5. This is non-negotiable. Any negative comments, on this or any other post, will be deleted and will also help me to pinpoint who I need to unfriend, unfollow, and/or block. Anything other than a “like” or “love” (especially a “ha-ha”) on this post will indicate to me the same. None of this amuses me.
I’m not debating anything about this post, but welcome respectful discourse going forward on my posts
6. I encourage you to take any anger or frustration this causes you and channel that into something productive for your family or society as a whole. That’s what I did and it feels great!
7. If you’re reading this and feel like you or someone you know would love to share their feelings/story in a safe, anonymous way, please click HERE.
I wish you all peace and love.
Highlights from the 2016 GOP Platform:
1. Overturn the Supreme Court’s 2015 decision to legalize gay marriage in all 50 states. Marriage is between “one man and one woman” (pg. 31 of the GOP Platform), and Republicans “do not accept the Supreme Court’s redefinition of marriage and we urge its reversal, whether through judicial reconsideration or a constitutional amendment returning control over marriage to the states.”

2. Discourage gay couples from adopting children.
“Every child deserves a married mom and dad,” the platform says (pg. 31 of the GOP Platform).

3. Make it legal to discriminate against LGBT people.
“We oppose government discrimination against businesses or entities which decline to sell items or services to individuals for activities that go against their religious views about such activities” (pg. 32 of the GOP platform). That includes adoption agencies, and doctors, nurses, and other healthcare professionals (pg. 37 of the GOP Platform) who “should not be forced to choose between following their faith and practicing their profession.”

4. Force everyone to use the bathroom of their biological sex at birth.
Barack Obama and bureaucrats are trying to “impose a social and cultural revolution upon the American people by wrongly redefining sex discrimination to include sexual orientation or other categories” (pg. 35 of the GOP platform). Their “edict to the states concerning restrooms, locker rooms, and other facilities is at once illegal, dangerous, and ignores privacy issues.”

5. Make “conversion therapy” legal for minors.
“We support the right of parents to consent to medical treatment for their minor children,” (page 37) of the GOP platform says. That’s “an endorsement of the debunked psychological practice of ‘pray the gay away,’

I’ll Be Brave On the Page 

Photo credit Chris Wightman

I am the quintessential Trump supporter.

I am a white, middle-aged, cisgender, straight woman.

My husband is a white, middle-aged, cisgender, straight male.

We live in a rural area. I attended college but do not hold a degree. My husband completed high school.

We are both descended from blue collar workers for as long as back as we can trace, with the exception of my paternal grandfather who had a college degree and was employed as a social worker.

The two of us are worse off than our parents were at our ages. They were worse off than their parents were before them.

My husband faced a serious injury that threatened his livelihood, required several surgeries, and left him unemployed and relying on workers compensation for years. He took advantage of a training program offered to him through workers comp to get certified in a new field since it would be difficult, if not impossible, for him to work in his former field.

It pays thousands of dollars less than his potential to earn had been prior to the injury.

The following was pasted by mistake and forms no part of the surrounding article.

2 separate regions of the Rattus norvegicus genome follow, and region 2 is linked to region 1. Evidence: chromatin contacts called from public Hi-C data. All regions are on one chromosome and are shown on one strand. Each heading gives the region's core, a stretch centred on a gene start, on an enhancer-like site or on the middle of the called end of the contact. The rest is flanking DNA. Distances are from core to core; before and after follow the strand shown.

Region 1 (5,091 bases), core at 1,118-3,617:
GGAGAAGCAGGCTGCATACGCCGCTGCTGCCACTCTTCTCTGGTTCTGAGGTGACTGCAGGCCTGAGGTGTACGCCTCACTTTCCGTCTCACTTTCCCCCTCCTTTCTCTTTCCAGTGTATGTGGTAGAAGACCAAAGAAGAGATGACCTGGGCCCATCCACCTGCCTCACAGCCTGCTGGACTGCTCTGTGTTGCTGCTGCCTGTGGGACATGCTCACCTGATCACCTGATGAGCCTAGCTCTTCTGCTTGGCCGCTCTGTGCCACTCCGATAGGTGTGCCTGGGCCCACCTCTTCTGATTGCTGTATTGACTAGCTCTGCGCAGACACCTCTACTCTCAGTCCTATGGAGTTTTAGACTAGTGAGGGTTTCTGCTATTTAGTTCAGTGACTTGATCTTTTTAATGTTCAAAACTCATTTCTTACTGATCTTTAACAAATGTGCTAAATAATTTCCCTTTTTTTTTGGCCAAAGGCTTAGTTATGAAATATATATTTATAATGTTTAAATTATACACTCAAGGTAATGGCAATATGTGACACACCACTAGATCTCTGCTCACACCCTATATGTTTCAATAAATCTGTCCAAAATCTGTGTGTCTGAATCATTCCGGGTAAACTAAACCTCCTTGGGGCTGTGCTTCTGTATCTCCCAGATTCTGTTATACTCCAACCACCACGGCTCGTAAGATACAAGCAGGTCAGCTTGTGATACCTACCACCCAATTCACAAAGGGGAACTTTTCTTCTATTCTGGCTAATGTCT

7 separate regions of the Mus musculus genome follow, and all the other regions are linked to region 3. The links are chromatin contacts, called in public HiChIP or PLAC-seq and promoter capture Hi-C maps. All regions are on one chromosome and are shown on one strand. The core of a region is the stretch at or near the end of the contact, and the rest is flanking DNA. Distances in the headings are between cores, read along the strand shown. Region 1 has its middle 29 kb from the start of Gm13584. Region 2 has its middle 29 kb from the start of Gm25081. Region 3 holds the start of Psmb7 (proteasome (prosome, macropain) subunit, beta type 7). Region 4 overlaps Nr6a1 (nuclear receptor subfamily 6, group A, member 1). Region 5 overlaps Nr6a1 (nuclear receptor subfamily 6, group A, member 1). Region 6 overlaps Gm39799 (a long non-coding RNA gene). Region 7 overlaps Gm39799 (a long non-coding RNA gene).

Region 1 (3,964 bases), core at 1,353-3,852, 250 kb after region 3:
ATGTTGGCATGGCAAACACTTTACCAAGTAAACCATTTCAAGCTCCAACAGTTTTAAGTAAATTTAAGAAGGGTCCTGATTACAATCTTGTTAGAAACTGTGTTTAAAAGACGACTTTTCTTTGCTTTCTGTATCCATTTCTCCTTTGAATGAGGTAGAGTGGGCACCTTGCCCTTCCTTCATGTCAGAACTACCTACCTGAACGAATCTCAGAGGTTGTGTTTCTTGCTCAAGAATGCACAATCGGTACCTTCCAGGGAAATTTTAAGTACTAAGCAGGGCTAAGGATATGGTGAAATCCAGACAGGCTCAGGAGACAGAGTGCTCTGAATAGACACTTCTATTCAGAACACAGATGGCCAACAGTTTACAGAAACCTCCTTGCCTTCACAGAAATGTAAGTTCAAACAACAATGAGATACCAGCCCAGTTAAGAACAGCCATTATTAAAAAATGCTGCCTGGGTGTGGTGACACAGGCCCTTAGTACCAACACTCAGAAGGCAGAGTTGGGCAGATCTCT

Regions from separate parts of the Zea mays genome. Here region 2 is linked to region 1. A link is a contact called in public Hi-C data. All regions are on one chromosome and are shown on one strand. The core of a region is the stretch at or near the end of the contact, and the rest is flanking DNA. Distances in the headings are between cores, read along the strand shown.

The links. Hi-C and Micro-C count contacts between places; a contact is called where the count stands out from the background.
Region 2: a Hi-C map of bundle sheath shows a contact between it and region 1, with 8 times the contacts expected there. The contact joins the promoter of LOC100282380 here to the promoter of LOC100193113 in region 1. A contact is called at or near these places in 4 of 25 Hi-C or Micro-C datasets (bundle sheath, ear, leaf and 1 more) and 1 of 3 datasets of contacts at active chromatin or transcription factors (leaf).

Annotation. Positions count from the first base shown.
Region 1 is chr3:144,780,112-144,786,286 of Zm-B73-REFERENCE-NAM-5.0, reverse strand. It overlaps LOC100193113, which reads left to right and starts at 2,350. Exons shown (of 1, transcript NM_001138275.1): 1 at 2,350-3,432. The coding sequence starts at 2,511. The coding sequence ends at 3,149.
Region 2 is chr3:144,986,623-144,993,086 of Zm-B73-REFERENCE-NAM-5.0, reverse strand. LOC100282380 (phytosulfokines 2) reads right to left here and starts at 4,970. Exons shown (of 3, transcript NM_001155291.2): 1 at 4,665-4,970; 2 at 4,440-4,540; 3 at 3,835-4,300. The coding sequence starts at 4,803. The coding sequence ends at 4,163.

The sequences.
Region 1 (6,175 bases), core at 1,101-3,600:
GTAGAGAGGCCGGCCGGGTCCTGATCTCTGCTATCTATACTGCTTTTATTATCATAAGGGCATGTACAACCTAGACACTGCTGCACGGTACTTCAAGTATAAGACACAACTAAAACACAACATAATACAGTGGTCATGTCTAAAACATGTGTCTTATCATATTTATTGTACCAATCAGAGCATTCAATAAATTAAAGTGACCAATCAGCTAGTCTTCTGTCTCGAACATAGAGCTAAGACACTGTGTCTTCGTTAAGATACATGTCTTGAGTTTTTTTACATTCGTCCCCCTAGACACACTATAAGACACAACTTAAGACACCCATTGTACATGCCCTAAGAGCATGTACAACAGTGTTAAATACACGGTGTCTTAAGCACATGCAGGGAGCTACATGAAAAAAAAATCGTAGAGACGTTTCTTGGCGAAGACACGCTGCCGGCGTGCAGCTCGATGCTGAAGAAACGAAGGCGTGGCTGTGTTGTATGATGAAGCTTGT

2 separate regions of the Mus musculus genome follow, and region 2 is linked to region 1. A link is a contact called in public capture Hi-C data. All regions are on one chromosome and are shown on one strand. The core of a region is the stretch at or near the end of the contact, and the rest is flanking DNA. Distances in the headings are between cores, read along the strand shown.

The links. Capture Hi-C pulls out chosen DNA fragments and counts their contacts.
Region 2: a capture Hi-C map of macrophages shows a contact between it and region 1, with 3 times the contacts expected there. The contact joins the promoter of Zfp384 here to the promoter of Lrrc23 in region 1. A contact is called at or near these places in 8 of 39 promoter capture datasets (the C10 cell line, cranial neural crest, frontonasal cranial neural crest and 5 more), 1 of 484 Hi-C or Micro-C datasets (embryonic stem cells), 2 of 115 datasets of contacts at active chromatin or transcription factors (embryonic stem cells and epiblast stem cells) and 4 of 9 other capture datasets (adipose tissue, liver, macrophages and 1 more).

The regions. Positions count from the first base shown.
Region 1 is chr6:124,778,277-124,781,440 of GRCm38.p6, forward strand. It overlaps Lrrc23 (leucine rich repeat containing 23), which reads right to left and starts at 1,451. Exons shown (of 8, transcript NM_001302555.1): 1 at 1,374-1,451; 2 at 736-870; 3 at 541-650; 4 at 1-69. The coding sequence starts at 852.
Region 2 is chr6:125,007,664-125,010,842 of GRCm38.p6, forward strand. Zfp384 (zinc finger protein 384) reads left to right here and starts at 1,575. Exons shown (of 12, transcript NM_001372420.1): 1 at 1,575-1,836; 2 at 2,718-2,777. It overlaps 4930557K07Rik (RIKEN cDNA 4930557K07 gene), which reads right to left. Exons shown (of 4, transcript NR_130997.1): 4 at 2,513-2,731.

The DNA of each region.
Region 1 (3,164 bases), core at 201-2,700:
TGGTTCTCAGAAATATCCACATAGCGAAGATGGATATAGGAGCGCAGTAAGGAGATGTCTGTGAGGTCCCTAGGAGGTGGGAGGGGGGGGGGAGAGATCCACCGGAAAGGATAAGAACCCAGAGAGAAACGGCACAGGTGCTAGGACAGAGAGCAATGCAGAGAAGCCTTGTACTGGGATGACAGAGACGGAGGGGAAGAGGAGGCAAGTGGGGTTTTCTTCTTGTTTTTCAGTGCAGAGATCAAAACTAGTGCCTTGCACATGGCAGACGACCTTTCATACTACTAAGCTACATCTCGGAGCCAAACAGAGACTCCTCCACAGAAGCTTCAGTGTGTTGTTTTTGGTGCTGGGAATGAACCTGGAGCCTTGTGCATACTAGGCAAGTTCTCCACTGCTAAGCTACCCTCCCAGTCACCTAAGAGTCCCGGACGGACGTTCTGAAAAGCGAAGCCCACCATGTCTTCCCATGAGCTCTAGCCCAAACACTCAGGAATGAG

I have been unable to find a job since we moved to a more affordable state three years ago. I also have untreated mental illness.

We earn too much to qualify for any assistance aside from a Medicaid sponsored, state administered, health insurance plan for our children, yet too little to be able to get by without fear. The two of us have gone without health insurance for over three years. We cannot afford the insurance offered through his employer. In fact, were we to sign up for it, he would end up owing his employer money each pay period.

Over a year ago my husband’s employer gave him another $.75 per hour. That raise, which barely registered as a blip in his paycheck, but for which we are thankful nonetheless, made our children no longer eligible for free lunch at school. So that extra $6 per day, less taxes of course, was immediately spent already to feed the kids.

We play a monthly utility game, juggling electric, water, and gas. We don’t have cable, only internet, which we need because I can sometimes earn money helping people with their websites or writing. Unfortunately, that work is sporadic since most area businesses are small and don’t really see the value in paying someone to help with social media and other new-fangled crap their parents never had to deal with.

Sometimes, our gambling with the bills pays off. Other times, nothing seems to align, and something gets shut off.

This week, it was our water.

If our car breaks down, we face homelessness.

If our landlord gets sick of us always paying our rent late, we face homelessness.

If something happens to my husband and he can’t work, we face homelessness.

If one of us gets ill or injured and requires medical care, we face homelessness.

None of those statements are exaggerations. We have no savings. No cushion.

We operate, perpetually, in the red.

I go to a food pantry once per month to feed my children. I find I can’t look them in the eye when one or more of them says, “I’m hungry,” . . . and my hands are empty.

I once bragged to my mother, with genuine pride, that I managed to go food shopping and purchase everything I needed to feed our family of five for two whole weeks after meticulous meal planning, and spent just $88.

Next to a definition of Trump Supporter in the dictionary, should be my image.